THE STROPPY JOB!
Good name. Indeed, these various larval stages
of a variety of Mantis Shrimps and Mantis Lobsters from tropical
and subtropical seas, are stroppy. Stroppy by appearance and stroppy
by nature, soon into their larval development they become endowed
with their most distinct feature, namely a pair of viciously effective
raptorial limbs, similar but different to those of the flying
mantid insects of tropical rainforests.
"Raptorial" is a term used to describe limbs
that engage their prey by gripping between forearm and upper arm
or between wrist and forearm. The marine versions of stomatopods
- the Mantis Shrimps - modify the inner side of the terminal part
of their second pair of subchelate mouthparts to become a series
of very sharp, slightly recurved teeth, the final one of which
is nothing short of sabre-like. These teeth, at rest, come to
lie in a groove of the next most proximal section of the limb
which acts as both a sheath and an "anvil" or "chopping-block"
against which the teeth smash the victim in a power strike that
is measured in hundredths of a second.
Mantis Shrimps, from their burrows in the sandy
lagoon floor, or amongst coral rubble, can strike, hold and capture
fast, over swimming fish. The larger stomatopods may be fourteen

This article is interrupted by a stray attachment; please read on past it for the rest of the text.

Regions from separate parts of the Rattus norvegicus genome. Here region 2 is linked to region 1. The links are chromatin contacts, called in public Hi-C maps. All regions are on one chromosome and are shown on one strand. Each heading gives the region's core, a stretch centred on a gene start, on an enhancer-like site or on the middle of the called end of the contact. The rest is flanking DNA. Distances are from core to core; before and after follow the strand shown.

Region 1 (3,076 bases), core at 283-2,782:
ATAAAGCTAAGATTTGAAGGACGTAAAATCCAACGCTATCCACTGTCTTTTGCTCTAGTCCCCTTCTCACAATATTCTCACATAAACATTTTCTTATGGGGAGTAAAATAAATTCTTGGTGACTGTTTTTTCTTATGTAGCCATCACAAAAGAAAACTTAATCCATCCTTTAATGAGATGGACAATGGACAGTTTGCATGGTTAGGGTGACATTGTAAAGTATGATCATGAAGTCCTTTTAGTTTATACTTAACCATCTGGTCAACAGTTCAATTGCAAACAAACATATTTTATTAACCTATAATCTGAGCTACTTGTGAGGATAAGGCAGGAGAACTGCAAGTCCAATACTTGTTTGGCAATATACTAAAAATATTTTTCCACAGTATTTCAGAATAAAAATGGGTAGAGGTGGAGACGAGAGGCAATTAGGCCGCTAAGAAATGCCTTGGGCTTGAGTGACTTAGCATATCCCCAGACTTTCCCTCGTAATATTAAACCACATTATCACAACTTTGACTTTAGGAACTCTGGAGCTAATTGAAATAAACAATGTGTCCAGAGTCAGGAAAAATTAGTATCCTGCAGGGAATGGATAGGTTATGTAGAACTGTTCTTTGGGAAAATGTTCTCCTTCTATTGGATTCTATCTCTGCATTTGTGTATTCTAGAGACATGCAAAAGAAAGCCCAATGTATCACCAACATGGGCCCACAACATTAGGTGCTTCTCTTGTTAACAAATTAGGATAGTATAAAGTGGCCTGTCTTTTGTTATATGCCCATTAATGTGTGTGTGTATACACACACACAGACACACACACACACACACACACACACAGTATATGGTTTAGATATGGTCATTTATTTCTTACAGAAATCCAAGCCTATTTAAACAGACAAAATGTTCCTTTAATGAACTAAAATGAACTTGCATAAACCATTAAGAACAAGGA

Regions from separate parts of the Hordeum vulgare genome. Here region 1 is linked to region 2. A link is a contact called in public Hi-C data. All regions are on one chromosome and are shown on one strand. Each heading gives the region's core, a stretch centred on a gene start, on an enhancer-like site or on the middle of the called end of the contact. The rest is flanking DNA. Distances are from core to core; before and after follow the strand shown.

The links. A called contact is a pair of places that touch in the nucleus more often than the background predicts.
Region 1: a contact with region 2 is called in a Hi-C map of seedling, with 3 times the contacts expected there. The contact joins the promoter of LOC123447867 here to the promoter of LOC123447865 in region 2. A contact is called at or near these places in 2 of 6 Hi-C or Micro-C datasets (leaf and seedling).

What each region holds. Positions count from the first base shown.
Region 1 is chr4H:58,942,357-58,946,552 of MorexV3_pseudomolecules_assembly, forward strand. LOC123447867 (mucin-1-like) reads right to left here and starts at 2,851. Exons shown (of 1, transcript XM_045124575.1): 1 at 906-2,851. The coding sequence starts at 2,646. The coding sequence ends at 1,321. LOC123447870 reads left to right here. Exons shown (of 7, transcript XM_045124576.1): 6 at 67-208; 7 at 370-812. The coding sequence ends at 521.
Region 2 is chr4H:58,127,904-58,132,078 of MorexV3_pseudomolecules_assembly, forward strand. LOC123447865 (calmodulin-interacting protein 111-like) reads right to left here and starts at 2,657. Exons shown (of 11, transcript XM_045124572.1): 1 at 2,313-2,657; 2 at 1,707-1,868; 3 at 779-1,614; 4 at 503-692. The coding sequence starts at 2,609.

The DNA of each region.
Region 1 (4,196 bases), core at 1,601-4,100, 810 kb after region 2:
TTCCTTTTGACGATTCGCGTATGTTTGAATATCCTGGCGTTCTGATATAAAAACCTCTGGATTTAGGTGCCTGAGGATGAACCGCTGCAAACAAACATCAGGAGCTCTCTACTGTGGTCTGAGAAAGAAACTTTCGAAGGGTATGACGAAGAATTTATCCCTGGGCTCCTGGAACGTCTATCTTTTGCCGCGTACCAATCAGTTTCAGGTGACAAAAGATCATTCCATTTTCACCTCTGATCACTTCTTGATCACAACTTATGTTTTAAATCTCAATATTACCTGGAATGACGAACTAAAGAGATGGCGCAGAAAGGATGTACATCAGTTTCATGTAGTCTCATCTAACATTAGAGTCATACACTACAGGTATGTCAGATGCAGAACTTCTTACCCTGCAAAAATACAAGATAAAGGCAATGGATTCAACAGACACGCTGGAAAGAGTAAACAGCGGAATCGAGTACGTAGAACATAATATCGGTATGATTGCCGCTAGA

inches in length, banded in brilliant yellow and black bars and
capable of inflicting extremely painful and serious injury to
a human hand. Some related "Knocker Shrimps" that strike outwards
rather than inwards can smash their way out of strong glazed aquarium
The larval stages pass from "erichthus" to "antizoea"
to lysierichthus" and finally to "alima" forms. The earlier stages
are not dissimilar to other crustacean larvae such as decapod
crabs. The later stages are beautiful, glassy transparent, 5 cm
long planktonic versions of the adults. In the plankton community
they must be the "lions of the Serengeti".
Another claim to fame for the stomatopods is their
eyesight and eye development. Adults and larvae have stalked eyes.
In the adults, the dumbbell-shaped compound eyes on each stalk
imply a degree of 3-D vision from each eye. Justin Marshall at
the University of Queensland has carefully researched Mantis eyes
and has shown that they contain an unparalleled diversity of visual
pigments and spectral receptors. The waisted area of the dumbbell
is shown to be very receptive to polarised light and the receptivity
of individual species varies in accordance with the depth at which
they live and the wavelengths there encountered.
All in all - some of a cool dude!
This article was written
by Peter Parks
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